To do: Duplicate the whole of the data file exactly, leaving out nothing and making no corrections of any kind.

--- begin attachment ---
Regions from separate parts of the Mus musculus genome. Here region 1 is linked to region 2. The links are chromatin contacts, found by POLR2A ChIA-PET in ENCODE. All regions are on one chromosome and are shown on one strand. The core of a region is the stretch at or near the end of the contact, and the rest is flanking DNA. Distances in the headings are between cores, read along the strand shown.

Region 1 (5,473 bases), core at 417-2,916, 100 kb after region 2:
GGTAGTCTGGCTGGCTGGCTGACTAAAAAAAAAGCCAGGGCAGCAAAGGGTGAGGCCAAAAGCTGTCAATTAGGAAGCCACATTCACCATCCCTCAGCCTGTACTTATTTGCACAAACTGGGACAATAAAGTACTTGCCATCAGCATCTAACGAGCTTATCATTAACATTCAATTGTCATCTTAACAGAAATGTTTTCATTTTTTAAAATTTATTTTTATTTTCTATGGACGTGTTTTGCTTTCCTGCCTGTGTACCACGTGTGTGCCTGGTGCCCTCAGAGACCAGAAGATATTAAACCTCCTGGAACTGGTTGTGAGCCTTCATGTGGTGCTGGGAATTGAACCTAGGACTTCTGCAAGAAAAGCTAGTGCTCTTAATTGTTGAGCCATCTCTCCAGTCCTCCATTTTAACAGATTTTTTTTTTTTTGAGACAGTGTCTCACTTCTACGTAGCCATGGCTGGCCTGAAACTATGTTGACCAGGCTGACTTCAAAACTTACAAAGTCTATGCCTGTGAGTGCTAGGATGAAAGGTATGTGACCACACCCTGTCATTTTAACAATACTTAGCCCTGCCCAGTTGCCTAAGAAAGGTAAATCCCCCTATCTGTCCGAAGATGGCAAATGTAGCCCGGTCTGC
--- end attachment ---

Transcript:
Regions from separate parts of the Mus musculus genome. Here region 1 is linked to region 2. The links are chromatin contacts, found by POLR2A ChIA-PET in ENCODE. All regions are on one chromosome and are shown on one strand. The core of a region is the stretch at or near the end of the contact, and the rest is flanking DNA. Distances in the headings are between cores, read along the strand shown.

Region 1 (5,473 bases), core at 417-2,916, 100 kb after region 2:
GGTAGTCTGGCTGGCTGGCTGACTAAAAAAAAAGCCAGGGCAGCAAAGGGTGAGGCCAAAAGCTGTCAATTAGGAAGCCACATTCACCATCCCTCAGCCTGTACTTATTTGCACAAACTGGGACAATAAAGTACTTGCCATCAGCATCTAACGAGCTTATCATTAACATTCAATTGTCATCTTAACAGAAATGTTTTCATTTTTTAAAATTTATTTTTATTTTCTATGGACGTGTTTTGCTTTCCTGCCTGTGTACCACGTGTGTGCCTGGTGCCCTCAGAGACCAGAAGATATTAAACCTCCTGGAACTGGTTGTGAGCCTTCATGTGGTGCTGGGAATTGAACCTAGGACTTCTGCAAGAAAAGCTAGTGCTCTTAATTGTTGAGCCATCTCTCCAGTCCTCCATTTTAACAGATTTTTTTTTTTTTGAGACAGTGTCTCACTTCTACGTAGCCATGGCTGGCCTGAAACTATGTTGACCAGGCTGACTTCAAAACTTACAAAGTCTATGCCTGTGAGTGCTAGGATGAAAGGTATGTGACCACACCCTGTCATTTTAACAATACTTAGCCCTGCCCAGTTGCCTAAGAAAGGTAAATCCCCCTATCTGTCCGAAGATGGCAAATGTAGCCCGGTCTGC